Why an effective quarantine is the lesser of two evils
Illustration: Sarah Grillo/Axios
We've gone on holiday by mistake. And we're going to have to stay here for a while.
The big picture: During normal, scheduled holidays — the period between Christmas and New Year's, for instance, or all of August in France — GDP plunges to well below normal levels, no one much minds, and then economic activity bounces happily back again.
The best hope for some countries hit by the novel coronavirus, like Denmark or New Zealand, is that a shutdown might work a bit like that. People stay home for a number of weeks, the pandemic is brought under control, and then life can revert to something approaching the status quo ante.
- That's not going to happen here. Just last week, 3.3 million workers lost their jobs and filed for unemployment. There's no switch that can be flipped to magic them back into their old jobs.
- Much worse than that, hundreds of thousands of Americans are going to die of COVID-19, millions more could find themselves with debilitating and permanent lung damage, and an unknowable number will suffer or die as a result of a health care system so overburdened that it can no longer effectively treat other injuries and diseases.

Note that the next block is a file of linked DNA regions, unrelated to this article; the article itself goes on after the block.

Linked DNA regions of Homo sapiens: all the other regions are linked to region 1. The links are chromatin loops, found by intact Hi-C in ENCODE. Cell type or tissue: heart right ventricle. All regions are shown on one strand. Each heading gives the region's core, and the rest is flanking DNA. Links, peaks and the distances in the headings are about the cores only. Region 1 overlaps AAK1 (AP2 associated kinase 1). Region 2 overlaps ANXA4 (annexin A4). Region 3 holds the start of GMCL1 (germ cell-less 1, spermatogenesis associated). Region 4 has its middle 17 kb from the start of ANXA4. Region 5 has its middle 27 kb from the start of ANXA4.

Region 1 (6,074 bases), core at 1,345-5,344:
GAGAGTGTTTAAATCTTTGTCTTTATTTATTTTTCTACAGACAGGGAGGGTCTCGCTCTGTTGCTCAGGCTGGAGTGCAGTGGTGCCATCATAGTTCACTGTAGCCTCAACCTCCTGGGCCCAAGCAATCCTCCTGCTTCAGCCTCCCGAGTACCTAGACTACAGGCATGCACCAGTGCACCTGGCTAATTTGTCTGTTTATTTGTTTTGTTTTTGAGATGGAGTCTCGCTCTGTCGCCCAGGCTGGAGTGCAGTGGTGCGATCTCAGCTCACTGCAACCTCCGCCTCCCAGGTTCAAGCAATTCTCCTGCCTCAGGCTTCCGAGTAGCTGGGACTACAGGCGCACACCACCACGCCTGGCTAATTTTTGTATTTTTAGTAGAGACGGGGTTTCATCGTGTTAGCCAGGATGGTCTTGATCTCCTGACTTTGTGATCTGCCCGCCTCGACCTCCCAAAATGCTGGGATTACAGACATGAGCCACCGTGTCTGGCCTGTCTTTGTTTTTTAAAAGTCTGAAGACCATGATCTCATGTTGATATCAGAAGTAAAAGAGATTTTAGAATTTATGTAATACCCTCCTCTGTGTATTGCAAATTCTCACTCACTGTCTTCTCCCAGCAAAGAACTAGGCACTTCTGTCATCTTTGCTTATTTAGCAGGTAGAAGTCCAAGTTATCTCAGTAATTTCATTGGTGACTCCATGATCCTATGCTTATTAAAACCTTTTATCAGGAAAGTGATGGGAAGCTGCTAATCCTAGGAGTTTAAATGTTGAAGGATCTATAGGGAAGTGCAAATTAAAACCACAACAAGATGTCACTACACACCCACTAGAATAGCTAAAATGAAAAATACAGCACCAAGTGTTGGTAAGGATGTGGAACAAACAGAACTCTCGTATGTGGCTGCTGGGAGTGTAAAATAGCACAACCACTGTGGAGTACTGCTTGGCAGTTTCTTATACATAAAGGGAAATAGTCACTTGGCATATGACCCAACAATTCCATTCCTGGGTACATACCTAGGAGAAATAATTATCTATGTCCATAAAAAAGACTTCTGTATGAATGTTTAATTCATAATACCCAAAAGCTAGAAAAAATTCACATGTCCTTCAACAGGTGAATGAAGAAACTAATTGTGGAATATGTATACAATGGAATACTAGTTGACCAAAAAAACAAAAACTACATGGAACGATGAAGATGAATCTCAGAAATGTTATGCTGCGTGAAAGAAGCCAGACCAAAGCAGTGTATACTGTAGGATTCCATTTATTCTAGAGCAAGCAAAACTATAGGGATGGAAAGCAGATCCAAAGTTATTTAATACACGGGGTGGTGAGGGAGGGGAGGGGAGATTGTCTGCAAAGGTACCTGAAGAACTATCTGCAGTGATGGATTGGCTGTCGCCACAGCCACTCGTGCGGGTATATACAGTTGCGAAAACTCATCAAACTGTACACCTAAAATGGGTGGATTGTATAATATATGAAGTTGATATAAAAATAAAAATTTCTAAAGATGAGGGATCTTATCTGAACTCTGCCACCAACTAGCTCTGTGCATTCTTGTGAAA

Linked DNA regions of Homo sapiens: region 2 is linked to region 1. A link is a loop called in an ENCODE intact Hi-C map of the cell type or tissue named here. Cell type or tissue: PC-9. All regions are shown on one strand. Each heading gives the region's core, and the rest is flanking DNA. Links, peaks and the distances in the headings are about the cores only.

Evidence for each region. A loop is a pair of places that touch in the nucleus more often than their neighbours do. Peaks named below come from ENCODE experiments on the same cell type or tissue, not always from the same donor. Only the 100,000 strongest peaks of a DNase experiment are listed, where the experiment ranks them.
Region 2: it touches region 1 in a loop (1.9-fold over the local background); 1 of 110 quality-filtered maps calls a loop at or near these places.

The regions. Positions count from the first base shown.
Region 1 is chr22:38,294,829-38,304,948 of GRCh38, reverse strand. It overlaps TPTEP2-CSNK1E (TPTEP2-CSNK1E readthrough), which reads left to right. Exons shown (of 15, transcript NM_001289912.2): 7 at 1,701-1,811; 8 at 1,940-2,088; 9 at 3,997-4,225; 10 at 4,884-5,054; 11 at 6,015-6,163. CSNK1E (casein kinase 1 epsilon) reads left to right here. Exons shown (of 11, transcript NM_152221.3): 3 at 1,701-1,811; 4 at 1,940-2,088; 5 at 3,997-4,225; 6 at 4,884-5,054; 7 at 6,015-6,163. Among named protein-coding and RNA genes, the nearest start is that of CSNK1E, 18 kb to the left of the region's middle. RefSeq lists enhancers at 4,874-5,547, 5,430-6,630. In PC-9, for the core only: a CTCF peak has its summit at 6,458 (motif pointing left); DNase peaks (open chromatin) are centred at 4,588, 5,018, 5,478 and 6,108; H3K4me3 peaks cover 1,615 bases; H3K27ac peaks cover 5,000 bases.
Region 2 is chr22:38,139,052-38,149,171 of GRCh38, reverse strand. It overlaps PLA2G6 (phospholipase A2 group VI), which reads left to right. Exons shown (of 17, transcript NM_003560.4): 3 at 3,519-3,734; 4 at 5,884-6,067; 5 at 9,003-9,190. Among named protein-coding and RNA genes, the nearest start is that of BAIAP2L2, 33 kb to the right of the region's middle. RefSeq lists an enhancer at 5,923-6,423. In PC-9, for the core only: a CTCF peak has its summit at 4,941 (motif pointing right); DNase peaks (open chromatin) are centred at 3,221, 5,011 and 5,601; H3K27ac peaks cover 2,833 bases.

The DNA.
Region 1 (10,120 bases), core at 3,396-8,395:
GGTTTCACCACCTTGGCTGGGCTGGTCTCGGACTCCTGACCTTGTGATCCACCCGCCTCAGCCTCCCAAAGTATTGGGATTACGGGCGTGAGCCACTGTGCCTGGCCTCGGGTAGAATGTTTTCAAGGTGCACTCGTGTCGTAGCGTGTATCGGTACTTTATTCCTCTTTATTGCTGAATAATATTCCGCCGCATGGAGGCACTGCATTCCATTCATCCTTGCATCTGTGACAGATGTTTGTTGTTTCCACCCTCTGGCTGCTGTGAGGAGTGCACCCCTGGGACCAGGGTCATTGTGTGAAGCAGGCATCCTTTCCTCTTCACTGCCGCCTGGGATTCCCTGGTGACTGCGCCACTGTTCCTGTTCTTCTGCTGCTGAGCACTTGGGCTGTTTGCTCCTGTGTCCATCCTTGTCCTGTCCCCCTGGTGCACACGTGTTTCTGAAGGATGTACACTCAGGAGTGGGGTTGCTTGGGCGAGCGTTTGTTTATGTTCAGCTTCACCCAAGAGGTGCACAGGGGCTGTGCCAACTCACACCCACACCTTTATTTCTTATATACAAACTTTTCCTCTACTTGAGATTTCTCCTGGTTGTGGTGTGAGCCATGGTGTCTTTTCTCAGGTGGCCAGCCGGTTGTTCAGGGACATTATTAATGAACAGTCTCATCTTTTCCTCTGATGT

The optimistic scenario is one in which we stay isolated from one another for as long as it takes to equip the U.S. with the resources necessary to fight this plague: masks, tests, contact tracing protocols, open ICU beds, ventilators, maybe even effective therapeutics.
- There will still be economic activity. The internet has made it possible for a broad range of white-collar jobs to be done from home, and the list of essential workers — from police officers to grocery store clerks — is very long. On top of that, nonessential industries from carmakers to shirtmakers are making themselves essential by pivoting to producing ventilators and masks, and other companies are hiring aggressively.
- JPMorgan estimates that GDP will be about 10% below normal in the second quarter, which means an annualized drop of 25%.
- Then there can be a recovery, with GDP growing at a 6% pace in the second half of 2020 and unemployment falling from a peak of 8.5%.
What they're saying: “If we get the virus spread under control fairly quickly, then economic activity can resume," the Federal Reserve chairman, Jerome Powell, told NBC this morning. "The virus is going to dictate the timetable here.”
The pessimistic scenario is much worse. NYU economist (and my ex-boss) Nouriel Roubini is warning of "a new Great Depression, worse than the original," while Jim Bullard, the president of the St. Louis Federal Reserve, sees unemployment rising to an unprecedented 30% in just the next couple of months.
- Context: In the Great Depression, unemployment started at 3.3% in 1929, and rose to a peak of 24.9% four years later, in 1933.
The bottom line: A strong economy requires confidence. None of us are as confident today as we were a month ago, and it's impossible to see that confidence returning so long as the pandemic rages. The economic imperative is therefore to buy time — which means all of us living under effective quarantine.